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Marks and Spencer Financial Analysis, 2016

Marks & Spencer (M&S), a public limited company, is one of the United Kingdoms multinational retailers in
food, clothing and home products. It is headquartered in Westminster, London (LSE: MKS OTCQX: MAKSY).
M&S has more than 1,382 outlets and over 80,000 employees across the globe. Its strength lies in ever growing
32 million loyal customer base and unconditional quality assurance through its own branded labels. The
business model focuses on creating long term relationship by effective utilization of resources and relationships
with both customers and investors. Marks & Spencer is one of very few in the retail industry that has remained
consistent in yearly dividend payments to stakeholders.
Marks & Spenders main strategic objectives are driving growth, reaching customers and improving
profitability. The overall performance in 2016 was a mixed bag, while there was good show in Food and a
significant improvement in the Clothing & Home margins yet the sales for clothing and home were below
expectations. The groups revenue for the year stands at 10.4 billion with a 0.8% increase compared to the last
year mainly driven by the strong performance in the food business. With respect to the second strategic
objective of reaching customers, there is a 0.2% sales growth in the food business along with a 3.9% space
growth by opening 25 owned Simply Food stores, 50 new franchise locations and seven new full line stores.
Coming to the third objective, profitability, while the groups revenue is almost stagnant, profit has taken a huge
hit resulting in a net income of 406 million from 487 million contributed by the non underlying items of 200
million and an increase in the selling, general and administrative expenditure as a percentage of sales from
26.72% to 26.87%. International business suffered due to currency flux situation owing to the global slowdown
alongside some operational challenges.
Board recommended a total of 23.3p dividend including interim, final and special dividend to the shareholders
which is up by 5.3p from last year increasing the book value per share to 5.43 from 5.01 last year. Its positive
dividend payout culture is remarkable since very few of the retail companies do so, which makes it a highest
ranked dividend per share growth company compared to its competitors hence the favorite amongst the
investors of this industry. The cash flow stood strong at 539.3 million, up by 2.9% on last year owing to the
increase in EBITDA and decreased capital expenditure. Company follows a strong culture of returning the
surplus cash generated to the stakeholders on a regular basis resulting in a Share buyback programme, which
returned 150 million to shareholders through purchasing 31.6 million shares. It spent 576.10 million on
investing activities and also paid 631.40 million in financing cash flows. The good sign is that the Companys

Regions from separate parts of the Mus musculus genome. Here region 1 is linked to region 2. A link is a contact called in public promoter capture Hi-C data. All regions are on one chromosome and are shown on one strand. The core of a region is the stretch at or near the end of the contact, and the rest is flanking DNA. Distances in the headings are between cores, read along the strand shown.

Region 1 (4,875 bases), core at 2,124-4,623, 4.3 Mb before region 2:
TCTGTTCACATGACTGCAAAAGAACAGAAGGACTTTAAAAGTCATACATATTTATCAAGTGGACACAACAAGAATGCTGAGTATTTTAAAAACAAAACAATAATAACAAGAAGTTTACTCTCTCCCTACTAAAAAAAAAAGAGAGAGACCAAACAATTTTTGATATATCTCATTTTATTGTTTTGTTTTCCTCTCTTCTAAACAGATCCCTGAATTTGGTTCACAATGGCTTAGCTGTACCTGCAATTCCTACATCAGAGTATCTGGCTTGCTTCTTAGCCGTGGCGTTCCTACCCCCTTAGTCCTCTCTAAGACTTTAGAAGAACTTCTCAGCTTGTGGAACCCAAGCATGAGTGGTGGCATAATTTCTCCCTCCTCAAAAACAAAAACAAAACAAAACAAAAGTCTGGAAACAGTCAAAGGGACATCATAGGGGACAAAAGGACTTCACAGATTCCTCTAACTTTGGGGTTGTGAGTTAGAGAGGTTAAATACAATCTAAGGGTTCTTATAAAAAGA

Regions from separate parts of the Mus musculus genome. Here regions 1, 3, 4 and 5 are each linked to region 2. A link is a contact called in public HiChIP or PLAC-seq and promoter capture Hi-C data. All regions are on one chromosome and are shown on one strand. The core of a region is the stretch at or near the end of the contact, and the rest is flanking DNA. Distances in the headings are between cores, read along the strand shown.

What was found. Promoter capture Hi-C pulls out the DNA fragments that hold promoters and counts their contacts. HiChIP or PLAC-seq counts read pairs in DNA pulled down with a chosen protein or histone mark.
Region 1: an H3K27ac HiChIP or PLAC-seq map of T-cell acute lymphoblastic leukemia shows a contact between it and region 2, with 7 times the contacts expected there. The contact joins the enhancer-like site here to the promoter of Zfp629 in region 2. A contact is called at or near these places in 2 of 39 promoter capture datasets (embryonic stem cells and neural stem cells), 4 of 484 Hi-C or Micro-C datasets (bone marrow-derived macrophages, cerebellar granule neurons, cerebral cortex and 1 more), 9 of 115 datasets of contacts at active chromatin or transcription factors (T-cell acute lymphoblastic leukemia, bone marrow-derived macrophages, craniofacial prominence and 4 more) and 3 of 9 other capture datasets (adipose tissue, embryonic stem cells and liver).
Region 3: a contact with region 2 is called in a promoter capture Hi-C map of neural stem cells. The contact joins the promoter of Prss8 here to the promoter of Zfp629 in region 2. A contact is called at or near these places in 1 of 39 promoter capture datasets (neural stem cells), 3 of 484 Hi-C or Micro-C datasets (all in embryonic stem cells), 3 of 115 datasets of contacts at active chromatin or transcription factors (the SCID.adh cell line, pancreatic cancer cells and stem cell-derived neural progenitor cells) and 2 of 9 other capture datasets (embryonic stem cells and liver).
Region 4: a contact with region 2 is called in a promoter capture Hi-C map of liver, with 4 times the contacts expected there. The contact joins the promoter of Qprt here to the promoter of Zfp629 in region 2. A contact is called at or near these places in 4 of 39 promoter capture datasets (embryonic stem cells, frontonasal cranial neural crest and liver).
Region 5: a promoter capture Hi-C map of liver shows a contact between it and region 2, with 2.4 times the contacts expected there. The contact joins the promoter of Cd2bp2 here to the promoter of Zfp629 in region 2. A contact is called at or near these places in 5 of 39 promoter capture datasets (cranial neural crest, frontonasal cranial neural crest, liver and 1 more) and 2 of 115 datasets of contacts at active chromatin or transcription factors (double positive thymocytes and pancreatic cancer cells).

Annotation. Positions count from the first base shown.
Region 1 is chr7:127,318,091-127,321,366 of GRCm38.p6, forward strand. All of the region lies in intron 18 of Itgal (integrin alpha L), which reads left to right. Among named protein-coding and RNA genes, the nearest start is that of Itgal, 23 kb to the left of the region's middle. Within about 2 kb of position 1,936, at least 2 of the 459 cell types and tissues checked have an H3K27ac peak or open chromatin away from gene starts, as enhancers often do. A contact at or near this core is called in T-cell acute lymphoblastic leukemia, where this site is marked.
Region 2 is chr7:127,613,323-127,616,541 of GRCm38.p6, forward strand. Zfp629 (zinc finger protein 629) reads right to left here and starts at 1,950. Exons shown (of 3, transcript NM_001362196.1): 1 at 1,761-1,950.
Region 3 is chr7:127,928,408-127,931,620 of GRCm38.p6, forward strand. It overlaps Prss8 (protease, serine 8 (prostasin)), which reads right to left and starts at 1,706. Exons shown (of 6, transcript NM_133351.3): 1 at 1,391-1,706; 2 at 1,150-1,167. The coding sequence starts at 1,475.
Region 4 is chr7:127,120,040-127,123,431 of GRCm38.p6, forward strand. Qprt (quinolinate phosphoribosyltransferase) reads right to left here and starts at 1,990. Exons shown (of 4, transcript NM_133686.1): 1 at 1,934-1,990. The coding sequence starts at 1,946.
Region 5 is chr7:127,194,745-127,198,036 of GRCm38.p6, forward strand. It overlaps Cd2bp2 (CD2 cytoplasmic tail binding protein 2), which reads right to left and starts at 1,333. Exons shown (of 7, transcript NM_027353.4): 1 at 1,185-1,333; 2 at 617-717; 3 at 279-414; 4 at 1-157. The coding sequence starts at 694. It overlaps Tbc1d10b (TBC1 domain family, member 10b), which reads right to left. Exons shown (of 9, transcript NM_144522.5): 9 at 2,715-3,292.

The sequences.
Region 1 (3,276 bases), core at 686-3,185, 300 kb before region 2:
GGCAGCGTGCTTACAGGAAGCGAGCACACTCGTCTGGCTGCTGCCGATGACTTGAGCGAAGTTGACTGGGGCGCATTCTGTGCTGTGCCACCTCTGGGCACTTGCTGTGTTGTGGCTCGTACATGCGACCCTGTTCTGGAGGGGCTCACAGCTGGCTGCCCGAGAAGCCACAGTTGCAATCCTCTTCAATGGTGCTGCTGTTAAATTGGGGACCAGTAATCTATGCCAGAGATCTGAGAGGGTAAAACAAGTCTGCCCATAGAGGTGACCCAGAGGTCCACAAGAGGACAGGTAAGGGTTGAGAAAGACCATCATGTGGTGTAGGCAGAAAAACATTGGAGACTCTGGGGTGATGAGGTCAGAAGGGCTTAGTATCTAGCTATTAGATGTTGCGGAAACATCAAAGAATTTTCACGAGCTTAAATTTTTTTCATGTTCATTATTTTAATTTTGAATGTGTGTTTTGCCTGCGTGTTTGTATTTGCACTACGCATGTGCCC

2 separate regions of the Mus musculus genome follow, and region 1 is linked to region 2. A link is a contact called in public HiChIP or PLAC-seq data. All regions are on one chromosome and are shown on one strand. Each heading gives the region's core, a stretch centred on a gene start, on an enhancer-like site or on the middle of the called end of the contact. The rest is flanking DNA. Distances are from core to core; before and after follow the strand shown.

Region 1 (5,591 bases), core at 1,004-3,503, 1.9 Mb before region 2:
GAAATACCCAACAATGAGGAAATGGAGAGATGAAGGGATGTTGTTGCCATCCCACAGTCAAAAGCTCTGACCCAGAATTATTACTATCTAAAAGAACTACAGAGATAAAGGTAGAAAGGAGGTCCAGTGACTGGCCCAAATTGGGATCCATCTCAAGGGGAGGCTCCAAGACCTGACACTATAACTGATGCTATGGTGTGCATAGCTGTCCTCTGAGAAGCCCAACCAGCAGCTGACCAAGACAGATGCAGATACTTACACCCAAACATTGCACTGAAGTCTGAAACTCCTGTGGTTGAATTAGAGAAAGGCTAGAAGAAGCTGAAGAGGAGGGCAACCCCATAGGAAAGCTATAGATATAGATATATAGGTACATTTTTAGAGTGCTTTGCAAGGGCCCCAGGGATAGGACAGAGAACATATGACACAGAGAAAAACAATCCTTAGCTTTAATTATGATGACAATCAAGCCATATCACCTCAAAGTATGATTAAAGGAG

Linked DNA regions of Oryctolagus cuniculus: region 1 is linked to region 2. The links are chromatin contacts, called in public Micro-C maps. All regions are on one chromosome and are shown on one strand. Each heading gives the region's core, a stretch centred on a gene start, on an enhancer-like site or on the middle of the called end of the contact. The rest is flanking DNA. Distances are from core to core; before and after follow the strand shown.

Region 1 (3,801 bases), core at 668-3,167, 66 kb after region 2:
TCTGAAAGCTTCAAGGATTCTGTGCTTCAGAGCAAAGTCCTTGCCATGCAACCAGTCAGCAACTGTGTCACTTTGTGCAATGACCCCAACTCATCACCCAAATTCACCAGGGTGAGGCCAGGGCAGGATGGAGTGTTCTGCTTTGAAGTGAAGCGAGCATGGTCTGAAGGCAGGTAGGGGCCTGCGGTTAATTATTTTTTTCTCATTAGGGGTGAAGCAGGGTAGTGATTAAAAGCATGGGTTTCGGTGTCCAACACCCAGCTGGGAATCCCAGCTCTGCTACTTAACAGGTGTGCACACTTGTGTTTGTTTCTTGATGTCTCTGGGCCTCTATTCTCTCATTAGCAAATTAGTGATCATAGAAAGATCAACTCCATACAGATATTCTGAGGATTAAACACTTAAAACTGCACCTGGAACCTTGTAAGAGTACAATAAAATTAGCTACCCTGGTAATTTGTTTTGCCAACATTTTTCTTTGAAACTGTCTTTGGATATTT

free cash flow as a percentage of sales has increased from 5.61% to 6.27% while the capital expenditure has
reduced from 6.79% to 5.2%.

Ratios
Ratio analysis to compare the revenues and other indicators across two years, M&S has gained 10.31billion in
2015 growing to a 10.54billion in 2016 and has planned to continue growing at a higher rate in the coming
years.
Gross Profit ratio is 39.1% this year compared to 38.7% in 2015 indicating a good margin sales or lowered
production cost. It also signals towards marketing effectiveness.
Operating Profit Ratio has come down from 6.80% to 5.53% owing to increase in other operating expenses.
Return on capital employed has come down from 13.55% to 10.70% indicates less efficient use of capital.
Earnings per share growth are at 5.74% up from 2.80% last year indicating a good financial performance.
Dividend yield stands strong at 4.52% compared to last year 3.25% whereas dividend per share is at 6.98%
compared to 1.18% in 2015.
Current ratio is 0.69 which less than a 1 which means the company still needs more liquidity for set off current
liabilities. The net current assets stand at -643.40m improved from last years -656.60 but the ideal current
ratio must be at least 2 which mean the current asset needs to be double to meet the current liabilities.
The price to earnings ratio stands at 13.47 today down from last years 16.01 indicating overall downward
trending market sentiments.
Gearing ratio is 52.96% down from 56.86% in 2015. This ratio alarms on long term capital structure, higher
borrowings means higher gear and the higher the level of gearing, the greater the risk.
All of the above ratios have indicated mixed reviews on companys performance. While the growth of the
company has almost been stagnant over the years however at the same time it has not shied away from
maintaining their investor relations and made the yearly dividend payment of 18.40% (interim 6.8% + 11.9%
final) along with a special dividend of 4.6%. Fundamentally, the company doesnt believe in short term gains
bargained with quality compromises. It caters to the niche market with best in class products keeping in mind
customers dynamic changing needs and trusts in continuing to do so with its quality commitments.
The consumer confidence index, which showed a peak at the beginning of the year, declined at the tail end of
the year due to various factors especially the macro economic factors including Brexit. The unsettling feeling